In-depth reviews

Volkswagen ID.3 review - Range, charging and running costs

The ID.3 is cheap to run day-to-day and will hold onto its value, but insurance premiums could be expensive

Running costs are the ace up the sleeve of any EV and, although the price of the ID.3 can move up to the £40,000 mark, it’s true value is really highlighted by its decent range and zero CO2 emissions. For business users that means a 0% BiK company-car tax rate, while driving into congestion charge areas will also be free of charge. 

There shouldn’t be any issue with the ID.3’s range, as the mid-spec 58kWh version can cover up to 260 miles on a single charge, while Volkswagen claims the top 77kWh variant will go 336 miles before needing to plug-in.

Our own in-depth test of the ID.3 revealed the average cost of covering 12,000 miles (solely from charging a 7.2kW home wallbox) would be around £490. In comparison, an average petrol-powered hatch would cost around three to four times as much. 

Insurance groups

Insurance ratings for the ID.3 are reasonably high, but still competitive with rivals. All cars sit in either group 27 or 28, depending on trim level, while comparable Nissan Leaf versions are in group 26. The Kia e-Niro is in either group 26 or 27. Interestingly, the petrol-powered Golf GTI, with 242bhp, is also in group 28.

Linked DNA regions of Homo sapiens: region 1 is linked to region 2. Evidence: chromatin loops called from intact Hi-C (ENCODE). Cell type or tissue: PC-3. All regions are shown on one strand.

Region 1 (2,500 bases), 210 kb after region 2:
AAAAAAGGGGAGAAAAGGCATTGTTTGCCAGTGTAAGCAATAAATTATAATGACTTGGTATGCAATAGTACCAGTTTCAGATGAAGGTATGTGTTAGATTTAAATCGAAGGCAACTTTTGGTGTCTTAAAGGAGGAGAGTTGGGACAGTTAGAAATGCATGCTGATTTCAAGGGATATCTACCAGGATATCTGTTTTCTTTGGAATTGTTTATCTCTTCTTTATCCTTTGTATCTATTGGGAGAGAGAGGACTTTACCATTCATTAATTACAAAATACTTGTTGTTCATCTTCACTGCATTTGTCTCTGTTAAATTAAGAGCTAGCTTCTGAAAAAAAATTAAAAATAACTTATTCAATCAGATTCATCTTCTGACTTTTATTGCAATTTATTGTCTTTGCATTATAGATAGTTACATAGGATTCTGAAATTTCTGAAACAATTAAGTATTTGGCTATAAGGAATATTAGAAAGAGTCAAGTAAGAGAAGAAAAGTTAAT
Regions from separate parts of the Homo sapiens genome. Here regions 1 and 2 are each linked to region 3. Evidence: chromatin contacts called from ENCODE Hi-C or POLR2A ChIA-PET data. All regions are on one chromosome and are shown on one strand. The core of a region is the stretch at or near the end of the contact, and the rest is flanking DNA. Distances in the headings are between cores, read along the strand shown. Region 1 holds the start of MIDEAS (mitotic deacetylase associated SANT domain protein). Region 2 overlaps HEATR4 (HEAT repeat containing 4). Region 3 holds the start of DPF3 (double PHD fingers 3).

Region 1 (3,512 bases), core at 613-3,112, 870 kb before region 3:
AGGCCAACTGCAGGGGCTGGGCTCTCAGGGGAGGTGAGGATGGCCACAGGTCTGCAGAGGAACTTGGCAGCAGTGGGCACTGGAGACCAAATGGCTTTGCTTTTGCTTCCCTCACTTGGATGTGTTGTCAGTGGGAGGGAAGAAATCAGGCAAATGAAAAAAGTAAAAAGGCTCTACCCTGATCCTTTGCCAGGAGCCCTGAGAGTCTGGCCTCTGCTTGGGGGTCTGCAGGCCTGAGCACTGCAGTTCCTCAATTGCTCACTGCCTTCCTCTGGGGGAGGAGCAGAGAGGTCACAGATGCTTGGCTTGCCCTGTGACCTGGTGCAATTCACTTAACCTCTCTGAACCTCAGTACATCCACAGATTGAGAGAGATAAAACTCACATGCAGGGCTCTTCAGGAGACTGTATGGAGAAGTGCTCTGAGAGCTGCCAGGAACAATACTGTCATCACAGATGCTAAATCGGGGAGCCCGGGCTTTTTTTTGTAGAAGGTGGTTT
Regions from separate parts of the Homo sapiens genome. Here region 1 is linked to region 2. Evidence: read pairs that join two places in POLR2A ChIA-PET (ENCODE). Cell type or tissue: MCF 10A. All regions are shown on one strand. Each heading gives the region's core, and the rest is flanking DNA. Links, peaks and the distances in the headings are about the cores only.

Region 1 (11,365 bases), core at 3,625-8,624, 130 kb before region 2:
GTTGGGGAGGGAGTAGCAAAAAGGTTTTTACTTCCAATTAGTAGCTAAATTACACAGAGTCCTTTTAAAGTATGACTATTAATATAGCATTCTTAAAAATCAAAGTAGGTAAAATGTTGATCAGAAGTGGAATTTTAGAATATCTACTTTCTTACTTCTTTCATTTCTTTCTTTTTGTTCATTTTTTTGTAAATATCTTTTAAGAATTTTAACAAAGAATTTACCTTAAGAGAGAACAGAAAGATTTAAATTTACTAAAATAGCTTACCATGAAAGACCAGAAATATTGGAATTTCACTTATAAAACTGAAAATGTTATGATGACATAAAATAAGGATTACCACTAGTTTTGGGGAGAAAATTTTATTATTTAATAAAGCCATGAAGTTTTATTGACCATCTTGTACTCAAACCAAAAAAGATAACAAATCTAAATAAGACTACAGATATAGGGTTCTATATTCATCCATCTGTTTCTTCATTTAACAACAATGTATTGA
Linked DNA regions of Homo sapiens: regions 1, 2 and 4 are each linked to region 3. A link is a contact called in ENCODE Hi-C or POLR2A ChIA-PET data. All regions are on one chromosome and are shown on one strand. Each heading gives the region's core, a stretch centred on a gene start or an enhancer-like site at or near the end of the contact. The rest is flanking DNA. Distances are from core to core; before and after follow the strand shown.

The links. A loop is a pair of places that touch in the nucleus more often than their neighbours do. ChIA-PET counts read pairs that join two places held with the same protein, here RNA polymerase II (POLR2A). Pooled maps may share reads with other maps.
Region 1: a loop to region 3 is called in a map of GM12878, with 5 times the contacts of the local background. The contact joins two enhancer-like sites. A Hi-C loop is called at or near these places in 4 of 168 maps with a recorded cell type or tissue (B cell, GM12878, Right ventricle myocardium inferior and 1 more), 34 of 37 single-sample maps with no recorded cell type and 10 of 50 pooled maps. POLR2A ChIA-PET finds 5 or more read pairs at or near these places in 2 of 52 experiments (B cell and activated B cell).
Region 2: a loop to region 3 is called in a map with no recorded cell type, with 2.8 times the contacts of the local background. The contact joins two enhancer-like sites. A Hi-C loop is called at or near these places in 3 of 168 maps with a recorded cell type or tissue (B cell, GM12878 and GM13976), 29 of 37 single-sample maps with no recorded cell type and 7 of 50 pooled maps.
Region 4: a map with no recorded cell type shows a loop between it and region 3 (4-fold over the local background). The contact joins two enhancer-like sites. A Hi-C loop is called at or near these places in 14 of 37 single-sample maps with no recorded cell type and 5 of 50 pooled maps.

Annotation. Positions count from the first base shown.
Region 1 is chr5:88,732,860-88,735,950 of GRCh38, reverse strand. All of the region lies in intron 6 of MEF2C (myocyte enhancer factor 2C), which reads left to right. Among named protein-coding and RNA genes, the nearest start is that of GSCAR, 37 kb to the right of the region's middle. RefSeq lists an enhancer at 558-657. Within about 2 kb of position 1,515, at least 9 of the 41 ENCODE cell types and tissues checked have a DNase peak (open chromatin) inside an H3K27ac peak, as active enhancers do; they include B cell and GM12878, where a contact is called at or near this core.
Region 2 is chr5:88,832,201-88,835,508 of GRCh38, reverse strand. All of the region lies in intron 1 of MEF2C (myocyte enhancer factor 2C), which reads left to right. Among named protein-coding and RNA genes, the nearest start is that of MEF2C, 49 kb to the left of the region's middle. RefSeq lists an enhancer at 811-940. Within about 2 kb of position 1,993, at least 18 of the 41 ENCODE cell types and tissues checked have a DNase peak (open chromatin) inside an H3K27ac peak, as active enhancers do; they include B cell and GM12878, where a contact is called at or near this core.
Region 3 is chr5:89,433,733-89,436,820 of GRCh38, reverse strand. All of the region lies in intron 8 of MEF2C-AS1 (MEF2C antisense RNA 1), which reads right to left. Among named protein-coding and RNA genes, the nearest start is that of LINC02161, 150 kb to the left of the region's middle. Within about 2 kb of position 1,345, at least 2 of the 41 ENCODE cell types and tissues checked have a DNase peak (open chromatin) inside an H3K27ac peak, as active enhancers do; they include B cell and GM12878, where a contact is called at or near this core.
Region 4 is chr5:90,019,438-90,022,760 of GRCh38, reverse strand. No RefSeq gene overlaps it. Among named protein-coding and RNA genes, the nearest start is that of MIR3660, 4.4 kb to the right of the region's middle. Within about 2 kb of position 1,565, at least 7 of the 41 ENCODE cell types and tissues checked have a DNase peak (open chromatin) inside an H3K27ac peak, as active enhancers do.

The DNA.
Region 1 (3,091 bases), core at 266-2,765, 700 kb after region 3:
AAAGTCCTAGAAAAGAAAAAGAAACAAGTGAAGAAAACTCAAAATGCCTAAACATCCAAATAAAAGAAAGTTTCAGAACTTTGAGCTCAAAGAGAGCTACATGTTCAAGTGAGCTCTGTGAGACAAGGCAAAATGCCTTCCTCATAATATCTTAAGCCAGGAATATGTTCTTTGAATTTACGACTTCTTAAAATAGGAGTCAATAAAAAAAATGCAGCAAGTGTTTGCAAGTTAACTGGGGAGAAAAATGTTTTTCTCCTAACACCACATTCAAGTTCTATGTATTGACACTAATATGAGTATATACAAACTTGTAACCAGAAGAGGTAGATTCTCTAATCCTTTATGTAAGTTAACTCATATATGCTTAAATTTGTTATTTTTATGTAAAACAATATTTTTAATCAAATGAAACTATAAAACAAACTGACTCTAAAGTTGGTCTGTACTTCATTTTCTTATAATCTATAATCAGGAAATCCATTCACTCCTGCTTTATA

Depreciation

Residual values for EVs continue to strengthen, particularly as batteries are proving more reliable. The ID.3 is expected to hold onto around 48% of its value after three-years and 36,000 miles of ownership, while the Nissan Leaf isn’t quite as good a performer with 46% retained over the same period.

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